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Health Equity

Access to Women's Healthcare is More Limited Than Most People Think

Aug 23, 2022Sarah duRivage-Jacobs5 MIN
a concerned looking young Black woman

The devastating (though expected) reversal of Roe v. Wade makes it hard to ignore a truth many advocates and healthcare providers have been aware of for decades: Essential healthcare is restricted and inaccessible for many women and people with vaginal anatomy, particularly for those of us who are also people of color, queer, trans, lower income, or who have disabilities. This reality is not limited to abortion care, though that is one significant way it shows up.

Providing and increasing access to essential care is what Origin was founded to do. While we're focused on pelvic health, we're passionate about expanding access to all forms of essential care for women and individuals with vaginal anatomy.

Although covering every aspect of healthcare in which access is limited would take a lot more than a single article, we’re highlighting some of the biggest restrictions and access issues we’ve seen and heard about as experts, practitioners, and patients of women’s healthcare.

An important note on healthcare access

Access to healthcare of any kind is greatly impacted by race/ethnicity, income level, insurance status, and geographical location. Moreover, race/ethnicity often can correlate with income level, insurance status, and location. We say this because people across different populations will experience access issues differently.

As you read through this article, you’ll see a focus on policy-related inaccessibility to certain types of healthcare for women and people with vaginal anatomy. In all cases, know that people of color, LGBTQ+ people, people with disabilities, and younger people often bear the brunt of this inaccessibility.

Abortion care

As of publishing this article, 44 states have restricted access to abortion care, nine have banned it with few exceptions (Alabama, Arkansas, Kentucky, Louisiana, Mississippi, Missouri, Oklahoma, South Dakota, Texas), and three more have banned care after six weeks (before many people even know they’re pregnant). The majority of these restrictions were only made possible by the reversal of Roe v. Wade and Planned Parenthood v. Casey, the latter of which began chipping away at abortion rights in the early ‘90s.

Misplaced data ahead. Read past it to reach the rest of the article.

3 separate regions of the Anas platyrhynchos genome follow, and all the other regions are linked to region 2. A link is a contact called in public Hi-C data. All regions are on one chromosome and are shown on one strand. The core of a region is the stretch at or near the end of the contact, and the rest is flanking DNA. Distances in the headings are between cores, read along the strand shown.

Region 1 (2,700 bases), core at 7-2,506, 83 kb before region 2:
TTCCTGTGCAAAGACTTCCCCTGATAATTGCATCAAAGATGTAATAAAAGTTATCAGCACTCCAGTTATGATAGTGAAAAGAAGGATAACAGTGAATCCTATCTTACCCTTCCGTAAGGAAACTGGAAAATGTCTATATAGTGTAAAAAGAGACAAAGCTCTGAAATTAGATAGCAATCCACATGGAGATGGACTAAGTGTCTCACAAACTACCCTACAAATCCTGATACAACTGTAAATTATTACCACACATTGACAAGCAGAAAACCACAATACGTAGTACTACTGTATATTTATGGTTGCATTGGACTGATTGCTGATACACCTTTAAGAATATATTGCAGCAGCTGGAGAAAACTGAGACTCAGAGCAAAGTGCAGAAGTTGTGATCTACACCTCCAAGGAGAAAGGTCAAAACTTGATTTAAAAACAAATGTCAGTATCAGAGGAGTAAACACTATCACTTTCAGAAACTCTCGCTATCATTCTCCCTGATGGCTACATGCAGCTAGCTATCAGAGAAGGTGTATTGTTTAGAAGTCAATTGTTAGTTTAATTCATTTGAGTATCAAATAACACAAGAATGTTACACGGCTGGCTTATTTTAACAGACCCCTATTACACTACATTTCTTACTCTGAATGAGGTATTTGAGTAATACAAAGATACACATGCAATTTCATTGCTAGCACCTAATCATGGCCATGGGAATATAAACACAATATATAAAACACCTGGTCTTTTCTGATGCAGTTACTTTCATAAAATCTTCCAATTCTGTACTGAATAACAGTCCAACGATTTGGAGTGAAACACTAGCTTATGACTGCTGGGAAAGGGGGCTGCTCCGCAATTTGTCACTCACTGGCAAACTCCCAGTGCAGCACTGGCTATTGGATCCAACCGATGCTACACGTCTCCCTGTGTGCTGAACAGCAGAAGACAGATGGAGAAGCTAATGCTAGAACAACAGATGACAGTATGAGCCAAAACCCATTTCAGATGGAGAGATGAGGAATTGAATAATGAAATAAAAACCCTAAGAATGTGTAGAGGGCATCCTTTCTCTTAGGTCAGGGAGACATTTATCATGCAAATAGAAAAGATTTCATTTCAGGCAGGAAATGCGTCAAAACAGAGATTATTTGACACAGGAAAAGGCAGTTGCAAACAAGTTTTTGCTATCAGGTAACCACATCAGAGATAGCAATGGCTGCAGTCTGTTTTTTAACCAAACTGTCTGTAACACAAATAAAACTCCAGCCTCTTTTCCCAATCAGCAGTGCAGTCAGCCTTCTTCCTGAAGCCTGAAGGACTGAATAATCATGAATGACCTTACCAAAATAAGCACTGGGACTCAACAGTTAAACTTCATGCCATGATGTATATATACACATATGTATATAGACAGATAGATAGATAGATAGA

Another law, the Hyde Amendment, also continues to cut into abortion access. Under this amendment, abortion care (with some exceptions) can’t be paid for with federal Medicaid funds — though states can use their own funds to cover care. The Hyde Amendment is disproportionately harmful for people of color and people with lower incomes. Most people accessing abortion care end up paying out of pocket.

A major obstacle for young people’s access to abortion care in particular is parental involvement and consent laws. As of August 2022, 36 states require a parent to be involved if people under 18 need abortion care: 21 states just need one parent to consent, and three require both parents to consent. 35 of the 36 states with parental involvement requirements, however, offer alternative options like judicial bypass.

Intrauterine devices (IUDs)

Over the past few years, intrauterine devices (IUDs) have gained popularity — that is, for those who can easily access this form of contraception.

Physicians may require two visits before inserting an IUD, which can be more challenging for IUD seekers to accommodate. Even if someone has health insurance that covers IUDs or other birth control, they might not be able to miss work or find childcare for two separate appointments.

People with lower incomes or without insurance may face additional barriers getting IUDs. Getting access to IUDs in community health centers, which people with lower incomes or without insurance often rely on for care, can be more challenging due to upfront costs for the clinics as well as training and staff limitations.

Gender-affirming care

For adults who need access to gender-affirming care, two significant barriers are the dearth of experienced providers and a lack of insurance coverage.

A 2020 study from the Center for American Progress found that one-third of the transgender individuals who participated had to educate their providers themselves in order to get appropriate care. That same study found that more than half of transgender participants experienced issues accessing care because of cost issues.

Compared to cisgender folks, trans folks are proportionately more likely to be uninsured. Those who are insured may find that their health plans don’t cover gender-affirming care. As for Medicaid coverage, 12 states explicitly prohibit it.